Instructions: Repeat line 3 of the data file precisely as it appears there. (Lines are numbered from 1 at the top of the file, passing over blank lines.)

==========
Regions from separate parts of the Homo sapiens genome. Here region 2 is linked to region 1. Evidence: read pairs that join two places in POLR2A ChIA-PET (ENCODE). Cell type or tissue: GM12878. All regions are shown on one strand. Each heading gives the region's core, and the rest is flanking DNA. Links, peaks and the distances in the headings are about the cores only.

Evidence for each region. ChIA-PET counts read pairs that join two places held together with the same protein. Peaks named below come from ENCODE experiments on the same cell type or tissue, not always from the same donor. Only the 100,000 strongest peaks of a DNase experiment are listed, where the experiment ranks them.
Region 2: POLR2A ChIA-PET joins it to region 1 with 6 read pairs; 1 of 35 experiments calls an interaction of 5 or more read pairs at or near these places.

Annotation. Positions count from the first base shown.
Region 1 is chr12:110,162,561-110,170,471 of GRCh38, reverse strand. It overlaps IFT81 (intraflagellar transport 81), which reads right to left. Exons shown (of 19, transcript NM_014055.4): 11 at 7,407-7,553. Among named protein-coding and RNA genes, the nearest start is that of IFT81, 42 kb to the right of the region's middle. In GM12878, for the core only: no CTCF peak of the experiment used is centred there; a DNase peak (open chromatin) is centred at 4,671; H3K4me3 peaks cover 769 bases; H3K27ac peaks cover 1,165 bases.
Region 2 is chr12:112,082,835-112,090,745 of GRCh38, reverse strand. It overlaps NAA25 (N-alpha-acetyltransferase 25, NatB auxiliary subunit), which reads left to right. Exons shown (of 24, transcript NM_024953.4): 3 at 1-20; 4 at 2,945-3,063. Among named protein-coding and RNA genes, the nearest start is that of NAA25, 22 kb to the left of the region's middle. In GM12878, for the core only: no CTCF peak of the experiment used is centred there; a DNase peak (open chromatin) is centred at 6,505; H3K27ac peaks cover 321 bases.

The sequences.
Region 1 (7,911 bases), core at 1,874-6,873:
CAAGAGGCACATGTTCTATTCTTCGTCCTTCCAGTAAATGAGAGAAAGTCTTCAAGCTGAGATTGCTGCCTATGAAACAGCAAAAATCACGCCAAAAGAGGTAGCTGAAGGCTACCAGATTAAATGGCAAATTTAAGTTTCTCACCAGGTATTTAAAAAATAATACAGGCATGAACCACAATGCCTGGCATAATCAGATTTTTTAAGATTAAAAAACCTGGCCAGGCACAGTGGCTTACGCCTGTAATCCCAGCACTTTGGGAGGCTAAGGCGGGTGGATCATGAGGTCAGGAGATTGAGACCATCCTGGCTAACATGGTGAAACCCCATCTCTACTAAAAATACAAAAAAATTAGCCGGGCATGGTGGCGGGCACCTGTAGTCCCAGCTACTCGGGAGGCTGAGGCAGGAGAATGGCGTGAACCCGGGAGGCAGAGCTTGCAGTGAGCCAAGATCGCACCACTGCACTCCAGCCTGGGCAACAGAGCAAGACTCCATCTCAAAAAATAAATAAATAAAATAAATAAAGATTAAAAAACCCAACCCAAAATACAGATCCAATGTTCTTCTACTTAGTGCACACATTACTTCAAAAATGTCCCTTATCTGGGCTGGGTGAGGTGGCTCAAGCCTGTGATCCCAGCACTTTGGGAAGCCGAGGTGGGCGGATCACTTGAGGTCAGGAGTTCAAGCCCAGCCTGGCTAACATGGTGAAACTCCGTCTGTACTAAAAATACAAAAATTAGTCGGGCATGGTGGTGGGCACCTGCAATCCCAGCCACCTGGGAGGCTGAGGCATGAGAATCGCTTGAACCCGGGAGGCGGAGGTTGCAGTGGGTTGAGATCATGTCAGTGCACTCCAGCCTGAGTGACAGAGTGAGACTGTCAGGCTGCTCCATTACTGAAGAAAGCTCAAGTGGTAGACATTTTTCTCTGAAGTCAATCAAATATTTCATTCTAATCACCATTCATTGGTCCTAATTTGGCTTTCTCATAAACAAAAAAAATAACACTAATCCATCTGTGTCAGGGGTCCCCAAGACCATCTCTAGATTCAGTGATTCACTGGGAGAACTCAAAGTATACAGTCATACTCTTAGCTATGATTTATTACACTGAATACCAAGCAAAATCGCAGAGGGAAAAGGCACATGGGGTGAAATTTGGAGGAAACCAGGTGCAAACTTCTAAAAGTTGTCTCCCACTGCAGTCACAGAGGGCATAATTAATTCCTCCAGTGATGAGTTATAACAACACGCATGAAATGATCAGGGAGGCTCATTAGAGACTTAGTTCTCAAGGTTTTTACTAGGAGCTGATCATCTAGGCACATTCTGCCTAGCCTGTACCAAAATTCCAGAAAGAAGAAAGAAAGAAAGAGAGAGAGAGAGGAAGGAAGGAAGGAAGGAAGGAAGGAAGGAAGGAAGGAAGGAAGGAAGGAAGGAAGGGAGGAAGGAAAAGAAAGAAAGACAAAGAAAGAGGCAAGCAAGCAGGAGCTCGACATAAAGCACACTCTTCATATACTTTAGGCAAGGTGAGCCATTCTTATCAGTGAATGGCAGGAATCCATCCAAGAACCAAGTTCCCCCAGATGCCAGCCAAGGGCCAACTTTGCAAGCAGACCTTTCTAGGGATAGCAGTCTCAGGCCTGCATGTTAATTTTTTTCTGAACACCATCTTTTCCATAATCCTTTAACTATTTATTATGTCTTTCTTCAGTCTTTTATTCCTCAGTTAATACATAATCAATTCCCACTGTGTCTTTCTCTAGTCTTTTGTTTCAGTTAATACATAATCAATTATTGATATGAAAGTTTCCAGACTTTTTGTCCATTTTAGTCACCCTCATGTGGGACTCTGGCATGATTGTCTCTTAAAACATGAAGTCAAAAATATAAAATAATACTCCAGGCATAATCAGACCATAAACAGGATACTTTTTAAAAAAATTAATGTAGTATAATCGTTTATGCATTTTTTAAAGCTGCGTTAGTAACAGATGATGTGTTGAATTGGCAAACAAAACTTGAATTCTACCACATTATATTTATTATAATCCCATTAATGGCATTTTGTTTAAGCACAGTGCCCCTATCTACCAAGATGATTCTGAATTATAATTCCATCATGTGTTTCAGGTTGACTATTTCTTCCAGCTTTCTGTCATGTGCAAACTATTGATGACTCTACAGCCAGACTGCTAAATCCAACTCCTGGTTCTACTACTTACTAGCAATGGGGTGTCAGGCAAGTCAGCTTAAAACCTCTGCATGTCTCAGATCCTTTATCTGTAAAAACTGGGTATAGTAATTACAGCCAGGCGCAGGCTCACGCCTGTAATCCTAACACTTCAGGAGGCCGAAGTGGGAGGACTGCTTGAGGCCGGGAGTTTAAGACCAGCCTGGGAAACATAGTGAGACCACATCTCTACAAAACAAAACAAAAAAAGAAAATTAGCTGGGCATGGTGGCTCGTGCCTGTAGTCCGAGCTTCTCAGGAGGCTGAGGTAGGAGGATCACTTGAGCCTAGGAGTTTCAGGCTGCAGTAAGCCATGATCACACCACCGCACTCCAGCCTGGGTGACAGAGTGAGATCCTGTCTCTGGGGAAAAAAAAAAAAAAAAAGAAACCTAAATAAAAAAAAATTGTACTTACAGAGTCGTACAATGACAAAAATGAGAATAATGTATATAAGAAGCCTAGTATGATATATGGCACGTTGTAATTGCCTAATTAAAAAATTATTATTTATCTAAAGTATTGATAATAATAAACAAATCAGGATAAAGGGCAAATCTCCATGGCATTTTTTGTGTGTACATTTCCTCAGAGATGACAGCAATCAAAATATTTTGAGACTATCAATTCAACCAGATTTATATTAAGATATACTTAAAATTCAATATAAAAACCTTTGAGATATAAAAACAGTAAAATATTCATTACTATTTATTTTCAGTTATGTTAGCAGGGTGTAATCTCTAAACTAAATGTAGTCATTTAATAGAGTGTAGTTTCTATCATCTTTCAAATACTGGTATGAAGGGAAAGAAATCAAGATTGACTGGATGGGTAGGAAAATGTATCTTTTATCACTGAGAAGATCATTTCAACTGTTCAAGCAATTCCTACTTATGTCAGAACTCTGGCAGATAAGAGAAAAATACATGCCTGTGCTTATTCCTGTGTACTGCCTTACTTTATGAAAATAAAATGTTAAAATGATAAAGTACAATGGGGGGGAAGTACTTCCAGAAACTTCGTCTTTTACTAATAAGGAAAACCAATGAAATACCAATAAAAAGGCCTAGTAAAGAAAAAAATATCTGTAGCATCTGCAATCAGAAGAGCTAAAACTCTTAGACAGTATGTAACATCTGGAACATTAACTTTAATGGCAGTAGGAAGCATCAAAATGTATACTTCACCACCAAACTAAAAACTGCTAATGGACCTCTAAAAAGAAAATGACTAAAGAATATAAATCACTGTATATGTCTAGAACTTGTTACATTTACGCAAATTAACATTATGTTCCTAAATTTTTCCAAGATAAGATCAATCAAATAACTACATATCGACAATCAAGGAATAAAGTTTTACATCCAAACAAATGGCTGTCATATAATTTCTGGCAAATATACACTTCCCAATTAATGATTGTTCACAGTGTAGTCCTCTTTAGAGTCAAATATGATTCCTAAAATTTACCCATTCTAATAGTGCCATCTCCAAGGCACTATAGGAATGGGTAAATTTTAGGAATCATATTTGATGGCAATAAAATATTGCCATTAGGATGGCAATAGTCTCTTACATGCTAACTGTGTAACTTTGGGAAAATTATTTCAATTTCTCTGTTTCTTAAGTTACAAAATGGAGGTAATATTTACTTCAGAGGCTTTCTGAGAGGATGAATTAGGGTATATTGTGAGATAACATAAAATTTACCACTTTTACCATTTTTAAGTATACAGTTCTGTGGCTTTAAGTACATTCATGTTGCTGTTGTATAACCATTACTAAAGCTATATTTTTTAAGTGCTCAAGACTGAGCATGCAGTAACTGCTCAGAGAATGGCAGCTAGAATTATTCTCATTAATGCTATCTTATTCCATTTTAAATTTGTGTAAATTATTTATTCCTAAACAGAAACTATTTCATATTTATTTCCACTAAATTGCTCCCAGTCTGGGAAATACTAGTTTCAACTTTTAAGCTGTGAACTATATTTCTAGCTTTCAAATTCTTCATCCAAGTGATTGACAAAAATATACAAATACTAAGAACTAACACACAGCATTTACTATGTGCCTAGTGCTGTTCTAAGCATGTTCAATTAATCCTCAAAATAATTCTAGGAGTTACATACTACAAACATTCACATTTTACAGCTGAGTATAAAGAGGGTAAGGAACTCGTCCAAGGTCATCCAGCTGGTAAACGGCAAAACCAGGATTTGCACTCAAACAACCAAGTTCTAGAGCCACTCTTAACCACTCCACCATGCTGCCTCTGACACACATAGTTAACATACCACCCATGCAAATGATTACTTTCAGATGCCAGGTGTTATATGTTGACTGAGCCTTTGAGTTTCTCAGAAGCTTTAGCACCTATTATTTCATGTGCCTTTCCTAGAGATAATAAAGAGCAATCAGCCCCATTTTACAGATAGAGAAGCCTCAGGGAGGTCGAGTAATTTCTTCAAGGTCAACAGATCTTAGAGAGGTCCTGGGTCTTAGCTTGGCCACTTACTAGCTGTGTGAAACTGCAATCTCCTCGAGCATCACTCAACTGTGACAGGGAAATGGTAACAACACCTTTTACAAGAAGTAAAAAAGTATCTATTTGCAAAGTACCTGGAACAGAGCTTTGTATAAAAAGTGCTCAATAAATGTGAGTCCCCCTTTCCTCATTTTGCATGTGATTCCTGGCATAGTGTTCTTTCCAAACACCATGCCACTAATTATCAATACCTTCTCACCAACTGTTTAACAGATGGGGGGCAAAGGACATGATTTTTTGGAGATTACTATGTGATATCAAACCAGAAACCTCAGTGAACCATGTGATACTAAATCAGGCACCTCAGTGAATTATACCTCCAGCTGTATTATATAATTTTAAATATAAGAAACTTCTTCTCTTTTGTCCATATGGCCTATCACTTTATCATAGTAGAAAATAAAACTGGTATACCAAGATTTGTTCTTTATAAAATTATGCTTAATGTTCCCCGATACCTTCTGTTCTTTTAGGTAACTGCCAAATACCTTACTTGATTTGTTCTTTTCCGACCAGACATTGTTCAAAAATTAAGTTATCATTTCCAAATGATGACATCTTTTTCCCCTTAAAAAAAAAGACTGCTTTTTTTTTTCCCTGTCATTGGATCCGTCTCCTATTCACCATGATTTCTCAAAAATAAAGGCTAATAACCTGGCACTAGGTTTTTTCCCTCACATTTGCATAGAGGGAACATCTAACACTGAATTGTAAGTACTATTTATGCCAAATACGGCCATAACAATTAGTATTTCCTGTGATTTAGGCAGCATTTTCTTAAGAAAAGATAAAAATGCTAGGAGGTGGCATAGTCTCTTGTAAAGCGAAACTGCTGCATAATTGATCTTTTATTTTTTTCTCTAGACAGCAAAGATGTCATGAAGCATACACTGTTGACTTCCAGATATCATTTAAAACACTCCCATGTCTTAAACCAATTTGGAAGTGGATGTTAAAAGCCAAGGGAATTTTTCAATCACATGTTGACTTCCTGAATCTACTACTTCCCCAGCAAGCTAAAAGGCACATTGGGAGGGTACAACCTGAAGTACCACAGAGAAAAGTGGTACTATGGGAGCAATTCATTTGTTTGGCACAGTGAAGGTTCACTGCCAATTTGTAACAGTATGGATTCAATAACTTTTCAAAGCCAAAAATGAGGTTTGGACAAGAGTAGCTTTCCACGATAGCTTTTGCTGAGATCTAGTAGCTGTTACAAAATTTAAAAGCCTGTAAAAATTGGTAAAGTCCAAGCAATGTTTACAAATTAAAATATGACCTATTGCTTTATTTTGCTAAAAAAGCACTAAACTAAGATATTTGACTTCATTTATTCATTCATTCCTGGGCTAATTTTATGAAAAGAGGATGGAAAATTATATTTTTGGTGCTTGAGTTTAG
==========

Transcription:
Region 2: POLR2A ChIA-PET joins it to region 1 with 6 read pairs; 1 of 35 experiments calls an interaction of 5 or more read pairs at or near these places.